911 operator unable to find caller's address

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by Andrew Horansky / KHOU 11 News

khou.com

Posted on January 31, 2013 at 11:22 PM

Updated Thursday, Jan 31 at 11:41 PM

HOUSTON -- When you call 911, minutes matter. That’s why Kelly Willis was so quick to dial after someone stole her son’s truck.

They were in a parking lot at 10555 Pearland Parkway near Beltway 8.

When Willis was connected with a 911 operator, he told her he could not find the address.

“He [the operator] was trying to get across to me that it was not his jurisdiction,” she said.

Using www.911.org, KHOU 11 News producers looked up the address. Though it was close to the edge of Harris County, they found 10555 Pearland Parkway was still within the county’s jurisdiction.

Unfortunately the 911 operator did not discover that in time. He transferred Willis to police in Pearland, who in turn transferred her back.

That’s when things became tense. KHOU 11 News obtained the 911 recording.

“I’m telling you it does not come up,” the operator said.

“You can tell me whatever the hell you want. Get me whoever I need to talk to!” Willis replied.

As time ticked away, it was clear the trail for the missing truck is getting colder.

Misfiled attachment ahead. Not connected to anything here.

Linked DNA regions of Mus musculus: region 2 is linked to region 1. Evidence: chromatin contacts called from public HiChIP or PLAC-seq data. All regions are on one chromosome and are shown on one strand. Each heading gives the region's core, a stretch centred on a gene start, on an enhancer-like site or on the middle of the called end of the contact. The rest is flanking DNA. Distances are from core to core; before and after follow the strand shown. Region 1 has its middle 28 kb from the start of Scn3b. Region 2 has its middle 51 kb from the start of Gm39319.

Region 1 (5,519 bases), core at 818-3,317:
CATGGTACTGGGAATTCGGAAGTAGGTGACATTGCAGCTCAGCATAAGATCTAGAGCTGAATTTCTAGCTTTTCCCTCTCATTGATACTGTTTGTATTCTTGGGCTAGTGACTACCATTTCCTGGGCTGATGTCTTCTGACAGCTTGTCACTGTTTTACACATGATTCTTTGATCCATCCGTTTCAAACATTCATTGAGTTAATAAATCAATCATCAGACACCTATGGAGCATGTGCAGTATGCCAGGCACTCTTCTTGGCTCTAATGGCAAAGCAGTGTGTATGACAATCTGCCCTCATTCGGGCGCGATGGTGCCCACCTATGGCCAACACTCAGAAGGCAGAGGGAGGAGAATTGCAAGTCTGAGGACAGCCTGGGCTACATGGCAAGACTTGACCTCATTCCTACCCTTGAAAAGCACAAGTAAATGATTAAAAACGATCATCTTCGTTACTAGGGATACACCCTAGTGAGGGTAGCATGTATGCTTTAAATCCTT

At one point, the operator called for his supervisor, while Willis was on hold.

“It’s not on our map,” he told him. “There’s no five digit Pearland Parkways on our map.”

Eventually, Kelly Willis called Houston police, who respond to the call.

“I just kept thanking God that there wasn’t someone injured,” she said.

On Thursday, KHOU 11 News took her story to the Harris County Sheriff’s Office and asked what happened. They admitted the system can sometimes have trouble keeping up with development.

“The development might be expanding within Harris County where an update might not be given on time or it wasn’t processed immediately,” said Monica Williamson, Harris County's 911 Coordinator.

She urged callers to be patient and be as specific as possible whenever contacting them.

“If we have difficulties locating you, it’s important to know one -- your cross streets,” she said. “Maybe a business that you’re close to, or a land marker that we can go by that could help us send you that first responder.”

Willis just wishes help could have come sooner.

By the time authorities arrived, the truck was long gone. It is now likely gone for good.

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